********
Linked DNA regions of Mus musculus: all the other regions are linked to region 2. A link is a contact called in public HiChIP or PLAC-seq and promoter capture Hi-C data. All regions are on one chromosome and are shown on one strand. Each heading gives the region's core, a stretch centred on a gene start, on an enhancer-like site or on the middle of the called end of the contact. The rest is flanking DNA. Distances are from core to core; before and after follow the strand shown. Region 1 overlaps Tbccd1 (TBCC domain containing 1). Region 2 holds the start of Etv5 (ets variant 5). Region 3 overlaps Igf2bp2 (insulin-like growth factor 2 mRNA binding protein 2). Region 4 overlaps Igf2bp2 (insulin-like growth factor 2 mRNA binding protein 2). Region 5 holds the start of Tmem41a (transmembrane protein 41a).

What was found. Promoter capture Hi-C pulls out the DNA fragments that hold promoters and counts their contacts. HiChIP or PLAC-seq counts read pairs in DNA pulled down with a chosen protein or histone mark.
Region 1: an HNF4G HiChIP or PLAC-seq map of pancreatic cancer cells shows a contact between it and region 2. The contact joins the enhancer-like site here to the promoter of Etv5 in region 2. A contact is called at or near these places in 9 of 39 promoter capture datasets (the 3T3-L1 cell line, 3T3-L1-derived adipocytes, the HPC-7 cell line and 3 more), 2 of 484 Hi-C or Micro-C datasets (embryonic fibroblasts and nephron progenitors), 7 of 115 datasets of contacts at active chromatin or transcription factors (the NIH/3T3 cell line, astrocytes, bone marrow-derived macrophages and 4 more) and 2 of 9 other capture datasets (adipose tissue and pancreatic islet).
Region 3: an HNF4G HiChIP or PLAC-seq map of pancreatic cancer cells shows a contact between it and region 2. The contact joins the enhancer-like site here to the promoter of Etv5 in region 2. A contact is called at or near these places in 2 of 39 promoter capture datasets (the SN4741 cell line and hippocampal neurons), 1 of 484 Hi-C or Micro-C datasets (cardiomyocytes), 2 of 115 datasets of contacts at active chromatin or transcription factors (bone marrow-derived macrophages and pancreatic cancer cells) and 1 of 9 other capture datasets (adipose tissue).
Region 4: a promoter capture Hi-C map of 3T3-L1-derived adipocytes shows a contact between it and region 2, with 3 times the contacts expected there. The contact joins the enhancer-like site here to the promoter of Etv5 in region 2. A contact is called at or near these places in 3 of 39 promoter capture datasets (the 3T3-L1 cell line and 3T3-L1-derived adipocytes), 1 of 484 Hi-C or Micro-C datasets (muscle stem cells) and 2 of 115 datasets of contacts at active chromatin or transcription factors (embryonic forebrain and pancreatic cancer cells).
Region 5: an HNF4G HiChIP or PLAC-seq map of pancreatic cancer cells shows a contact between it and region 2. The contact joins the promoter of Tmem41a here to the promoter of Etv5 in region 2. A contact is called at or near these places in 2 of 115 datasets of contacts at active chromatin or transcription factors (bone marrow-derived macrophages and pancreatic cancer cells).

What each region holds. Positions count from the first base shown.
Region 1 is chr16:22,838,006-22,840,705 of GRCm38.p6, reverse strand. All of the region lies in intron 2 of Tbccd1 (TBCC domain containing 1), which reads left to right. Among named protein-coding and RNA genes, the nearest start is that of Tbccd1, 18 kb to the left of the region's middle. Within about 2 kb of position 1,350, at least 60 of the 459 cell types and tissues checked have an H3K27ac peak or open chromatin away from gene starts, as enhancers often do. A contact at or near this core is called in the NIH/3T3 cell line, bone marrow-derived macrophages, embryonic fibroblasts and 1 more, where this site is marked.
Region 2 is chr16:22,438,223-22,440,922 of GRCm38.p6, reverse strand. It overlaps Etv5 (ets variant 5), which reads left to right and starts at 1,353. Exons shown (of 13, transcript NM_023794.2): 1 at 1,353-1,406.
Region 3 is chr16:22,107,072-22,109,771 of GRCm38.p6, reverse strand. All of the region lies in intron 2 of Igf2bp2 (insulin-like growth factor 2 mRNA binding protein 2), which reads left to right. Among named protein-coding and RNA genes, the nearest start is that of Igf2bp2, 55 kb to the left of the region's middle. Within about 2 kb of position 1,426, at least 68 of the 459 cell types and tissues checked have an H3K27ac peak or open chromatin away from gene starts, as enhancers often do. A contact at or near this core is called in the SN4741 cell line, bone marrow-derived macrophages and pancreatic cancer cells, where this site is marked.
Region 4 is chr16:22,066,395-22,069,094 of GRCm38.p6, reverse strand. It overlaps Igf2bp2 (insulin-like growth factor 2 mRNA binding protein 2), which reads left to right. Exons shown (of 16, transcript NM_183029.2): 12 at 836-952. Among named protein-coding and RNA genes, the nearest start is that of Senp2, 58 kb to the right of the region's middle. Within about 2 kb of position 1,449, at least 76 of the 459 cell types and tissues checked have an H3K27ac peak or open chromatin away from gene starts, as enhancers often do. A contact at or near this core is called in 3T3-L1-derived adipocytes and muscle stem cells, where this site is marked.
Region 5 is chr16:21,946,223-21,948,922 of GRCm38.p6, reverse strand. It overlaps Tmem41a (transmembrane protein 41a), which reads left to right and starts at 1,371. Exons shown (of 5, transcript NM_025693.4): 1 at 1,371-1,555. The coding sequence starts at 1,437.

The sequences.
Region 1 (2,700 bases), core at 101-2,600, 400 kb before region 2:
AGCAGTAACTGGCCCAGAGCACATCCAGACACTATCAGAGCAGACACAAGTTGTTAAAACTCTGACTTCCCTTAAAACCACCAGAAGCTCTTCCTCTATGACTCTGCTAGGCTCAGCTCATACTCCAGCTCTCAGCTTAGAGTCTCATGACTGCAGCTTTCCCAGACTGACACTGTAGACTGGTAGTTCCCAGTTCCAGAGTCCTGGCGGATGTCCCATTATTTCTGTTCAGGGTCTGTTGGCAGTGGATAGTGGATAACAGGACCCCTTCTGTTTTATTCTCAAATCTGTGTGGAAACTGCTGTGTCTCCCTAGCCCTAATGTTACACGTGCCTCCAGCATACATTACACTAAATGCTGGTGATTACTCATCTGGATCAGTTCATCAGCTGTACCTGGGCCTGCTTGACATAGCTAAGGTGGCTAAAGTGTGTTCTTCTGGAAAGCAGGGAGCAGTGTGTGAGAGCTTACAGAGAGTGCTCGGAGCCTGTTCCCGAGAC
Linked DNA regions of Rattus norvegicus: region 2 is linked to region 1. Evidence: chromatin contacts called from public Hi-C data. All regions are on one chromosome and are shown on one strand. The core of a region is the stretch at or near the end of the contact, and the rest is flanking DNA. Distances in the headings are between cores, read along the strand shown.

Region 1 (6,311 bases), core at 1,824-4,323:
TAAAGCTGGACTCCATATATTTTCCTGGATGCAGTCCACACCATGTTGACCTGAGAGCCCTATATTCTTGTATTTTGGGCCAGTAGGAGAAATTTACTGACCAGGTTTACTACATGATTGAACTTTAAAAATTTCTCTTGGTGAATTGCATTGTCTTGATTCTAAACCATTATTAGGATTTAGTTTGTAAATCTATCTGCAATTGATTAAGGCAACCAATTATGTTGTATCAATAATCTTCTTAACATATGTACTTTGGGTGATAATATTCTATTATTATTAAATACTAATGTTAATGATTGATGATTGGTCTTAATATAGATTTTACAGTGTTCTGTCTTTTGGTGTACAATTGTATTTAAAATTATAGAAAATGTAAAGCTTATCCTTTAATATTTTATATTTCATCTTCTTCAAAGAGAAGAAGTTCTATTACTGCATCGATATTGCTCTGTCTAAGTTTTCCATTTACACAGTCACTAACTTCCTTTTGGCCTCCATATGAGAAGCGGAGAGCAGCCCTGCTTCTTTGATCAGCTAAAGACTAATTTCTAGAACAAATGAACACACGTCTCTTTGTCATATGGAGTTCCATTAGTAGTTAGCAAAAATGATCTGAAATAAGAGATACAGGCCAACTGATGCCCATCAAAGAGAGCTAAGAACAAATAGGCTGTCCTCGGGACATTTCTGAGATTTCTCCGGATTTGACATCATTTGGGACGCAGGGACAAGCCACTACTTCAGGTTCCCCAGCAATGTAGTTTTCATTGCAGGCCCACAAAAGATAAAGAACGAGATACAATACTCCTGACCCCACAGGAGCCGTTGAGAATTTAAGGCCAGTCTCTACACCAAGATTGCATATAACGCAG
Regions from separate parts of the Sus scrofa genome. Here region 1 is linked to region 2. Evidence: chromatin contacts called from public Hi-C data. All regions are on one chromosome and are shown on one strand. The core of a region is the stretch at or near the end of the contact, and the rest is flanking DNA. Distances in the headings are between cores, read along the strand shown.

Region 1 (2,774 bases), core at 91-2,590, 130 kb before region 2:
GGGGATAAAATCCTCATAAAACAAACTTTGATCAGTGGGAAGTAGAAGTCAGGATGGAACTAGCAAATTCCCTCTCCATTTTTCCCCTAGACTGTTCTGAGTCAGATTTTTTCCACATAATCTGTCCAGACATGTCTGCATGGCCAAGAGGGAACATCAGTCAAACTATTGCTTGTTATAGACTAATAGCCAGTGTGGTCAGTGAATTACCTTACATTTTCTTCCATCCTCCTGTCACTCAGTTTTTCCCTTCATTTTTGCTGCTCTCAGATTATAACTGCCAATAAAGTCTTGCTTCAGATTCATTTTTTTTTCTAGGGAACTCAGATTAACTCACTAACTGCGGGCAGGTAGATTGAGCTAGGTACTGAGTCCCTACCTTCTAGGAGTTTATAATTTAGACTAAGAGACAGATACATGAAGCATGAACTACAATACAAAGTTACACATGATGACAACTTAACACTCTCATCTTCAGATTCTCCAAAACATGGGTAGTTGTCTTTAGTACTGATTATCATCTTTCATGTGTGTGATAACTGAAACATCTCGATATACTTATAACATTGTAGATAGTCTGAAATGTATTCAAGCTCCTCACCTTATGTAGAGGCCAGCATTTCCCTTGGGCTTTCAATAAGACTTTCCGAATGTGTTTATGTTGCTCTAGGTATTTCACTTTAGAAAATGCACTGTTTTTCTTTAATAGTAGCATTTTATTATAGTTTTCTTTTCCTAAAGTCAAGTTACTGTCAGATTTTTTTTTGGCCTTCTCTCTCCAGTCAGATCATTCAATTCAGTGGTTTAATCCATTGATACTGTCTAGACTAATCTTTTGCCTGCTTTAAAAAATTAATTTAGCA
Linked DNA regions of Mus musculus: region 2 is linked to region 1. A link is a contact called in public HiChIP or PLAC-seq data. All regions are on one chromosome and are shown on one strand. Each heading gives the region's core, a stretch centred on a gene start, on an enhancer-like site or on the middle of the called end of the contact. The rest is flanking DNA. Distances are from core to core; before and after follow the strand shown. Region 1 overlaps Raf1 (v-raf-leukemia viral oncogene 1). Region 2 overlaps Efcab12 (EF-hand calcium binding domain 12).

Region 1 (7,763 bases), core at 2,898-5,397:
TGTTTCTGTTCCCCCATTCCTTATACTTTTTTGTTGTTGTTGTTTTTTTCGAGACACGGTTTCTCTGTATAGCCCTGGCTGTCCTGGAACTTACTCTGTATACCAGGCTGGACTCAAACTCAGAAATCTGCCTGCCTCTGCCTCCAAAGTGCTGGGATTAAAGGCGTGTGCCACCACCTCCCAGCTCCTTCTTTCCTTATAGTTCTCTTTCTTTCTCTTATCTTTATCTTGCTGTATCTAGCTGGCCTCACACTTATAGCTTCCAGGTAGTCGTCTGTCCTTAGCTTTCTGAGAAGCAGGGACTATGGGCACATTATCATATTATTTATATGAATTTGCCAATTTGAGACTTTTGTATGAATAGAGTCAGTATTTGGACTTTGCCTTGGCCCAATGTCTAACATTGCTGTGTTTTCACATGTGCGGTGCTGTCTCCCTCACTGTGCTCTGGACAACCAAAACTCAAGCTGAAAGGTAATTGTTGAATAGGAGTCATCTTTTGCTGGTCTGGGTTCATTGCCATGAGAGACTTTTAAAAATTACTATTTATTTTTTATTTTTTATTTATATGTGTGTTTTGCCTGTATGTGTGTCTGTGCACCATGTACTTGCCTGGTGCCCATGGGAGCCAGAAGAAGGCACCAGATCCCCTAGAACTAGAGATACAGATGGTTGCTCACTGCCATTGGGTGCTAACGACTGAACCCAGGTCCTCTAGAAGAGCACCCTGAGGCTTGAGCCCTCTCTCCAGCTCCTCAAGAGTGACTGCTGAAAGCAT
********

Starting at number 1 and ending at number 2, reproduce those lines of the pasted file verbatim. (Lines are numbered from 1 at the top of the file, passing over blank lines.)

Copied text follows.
Linked DNA regions of Mus musculus: all the other regions are linked to region 2. A link is a contact called in public HiChIP or PLAC-seq and promoter capture Hi-C data. All regions are on one chromosome and are shown on one strand. Each heading gives the region's core, a stretch centred on a gene start, on an enhancer-like site or on the middle of the called end of the contact. The rest is flanking DNA. Distances are from core to core; before and after follow the strand shown. Region 1 overlaps Tbccd1 (TBCC domain containing 1). Region 2 holds the start of Etv5 (ets variant 5). Region 3 overlaps Igf2bp2 (insulin-like growth factor 2 mRNA binding protein 2). Region 4 overlaps Igf2bp2 (insulin-like growth factor 2 mRNA binding protein 2). Region 5 holds the start of Tmem41a (transmembrane protein 41a).

What was found. Promoter capture Hi-C pulls out the DNA fragments that hold promoters and counts their contacts. HiChIP or PLAC-seq counts read pairs in DNA pulled down with a chosen protein or histone mark.